preventing the tongue from covering the epiglottis, which could prevent the patient
from breathing. The correct size is chosen by measuring from the corner of the
patient's mouth to the tip of the earlobe. The oropharyngeal airway is then inserted
into the patient's mouth upside down. Once contact is made with the back of the throat,
the oropharyngeal airway is rotated 180 degrees. These airways are often used in
conjunction with head tilt and jaw thrust techniques.
Oxygen ElevatorWhen the patient, with a patent airway, is apnoeic,
oxygen partial pressure, in the lungs, is less than atmospheric pressure, and
that gradient causes oxygen to be drawn into the lungs. At the same time, a
reduced level of carbon dioxide is transferred from the blood to the alveoli,
because of buffering, in the blood, which absorbs carbon dioxide (thus an increase
in PaCO2). The reduced level of gas volume, in the lungs, causes a negative
(relative) pressure in the lungs. It is this negative pressure gradient which
draws oxygen into the lungs. This continuous taking up of oxygen is the Oxygen Elevator.
Oxygen toxicityA condition resulting from the harmful effects of
breathing molecular oxygen at elevated partial pressures (hyperoxia). Severe
cases can result in cell damage and death, with effects most often seen in the
central nervous system, lungs and eyes. Oxygen toxicity is a concern for those
on high concentrations of oxygen - particularly premature babies - and those
undergoing hyperbaric oxygen therapy.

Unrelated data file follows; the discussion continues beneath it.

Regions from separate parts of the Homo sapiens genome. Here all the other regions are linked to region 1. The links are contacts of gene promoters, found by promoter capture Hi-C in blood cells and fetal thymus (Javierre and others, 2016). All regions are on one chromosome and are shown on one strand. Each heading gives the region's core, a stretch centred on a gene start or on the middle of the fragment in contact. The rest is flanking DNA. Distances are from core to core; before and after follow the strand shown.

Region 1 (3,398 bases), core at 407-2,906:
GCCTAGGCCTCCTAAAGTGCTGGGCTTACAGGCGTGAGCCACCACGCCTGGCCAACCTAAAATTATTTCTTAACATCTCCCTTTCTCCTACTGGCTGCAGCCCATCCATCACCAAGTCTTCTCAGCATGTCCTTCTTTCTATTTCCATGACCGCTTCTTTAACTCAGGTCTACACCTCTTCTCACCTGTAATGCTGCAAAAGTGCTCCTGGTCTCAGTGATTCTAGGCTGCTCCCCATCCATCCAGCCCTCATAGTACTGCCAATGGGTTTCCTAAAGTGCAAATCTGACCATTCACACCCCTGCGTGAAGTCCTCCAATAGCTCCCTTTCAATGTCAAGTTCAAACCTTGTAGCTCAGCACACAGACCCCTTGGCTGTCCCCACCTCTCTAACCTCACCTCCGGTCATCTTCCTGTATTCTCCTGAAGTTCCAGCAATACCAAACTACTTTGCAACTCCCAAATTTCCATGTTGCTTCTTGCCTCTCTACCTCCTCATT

- Burning sensation with deep breathing
- Other breathing problems
- Vision changes
Pin index systemMechanical system of ensuring correct fitting
of gas cylinders to their respective housings, according to ISO standard 407 for
Small medical gas cylinders. The positions of the holes on the cylinder
valve correspond with the pins fitted to the yoke attachment, such as on an
|Air ||1,5 |
|Carbon dioxide ||1,6|
|Nitrous Oxide ||3,5|
Positive End Expiratory PressureAt the end of expiration, PEEP
exerts pressure to oppose passive emptying of the lungs, and to keep airway
pressure above atmospheric. The presence of PEEP opens up collapsed or unstable
alveoli, and increases functional residual capacity. The closing pressure holds
open the alveoli so that partial pressure of arterial oxygen (PO2) is
improved, making breathing easier.
Pre-oxygenationTo increase the store of oxygen so that, and decrease
the store of nitrogen, so as to increase the time before desaturation,when the
patient is apnoeic. Short manual
ProsealA laryngeal mask airway, with a reinfoced airway tube,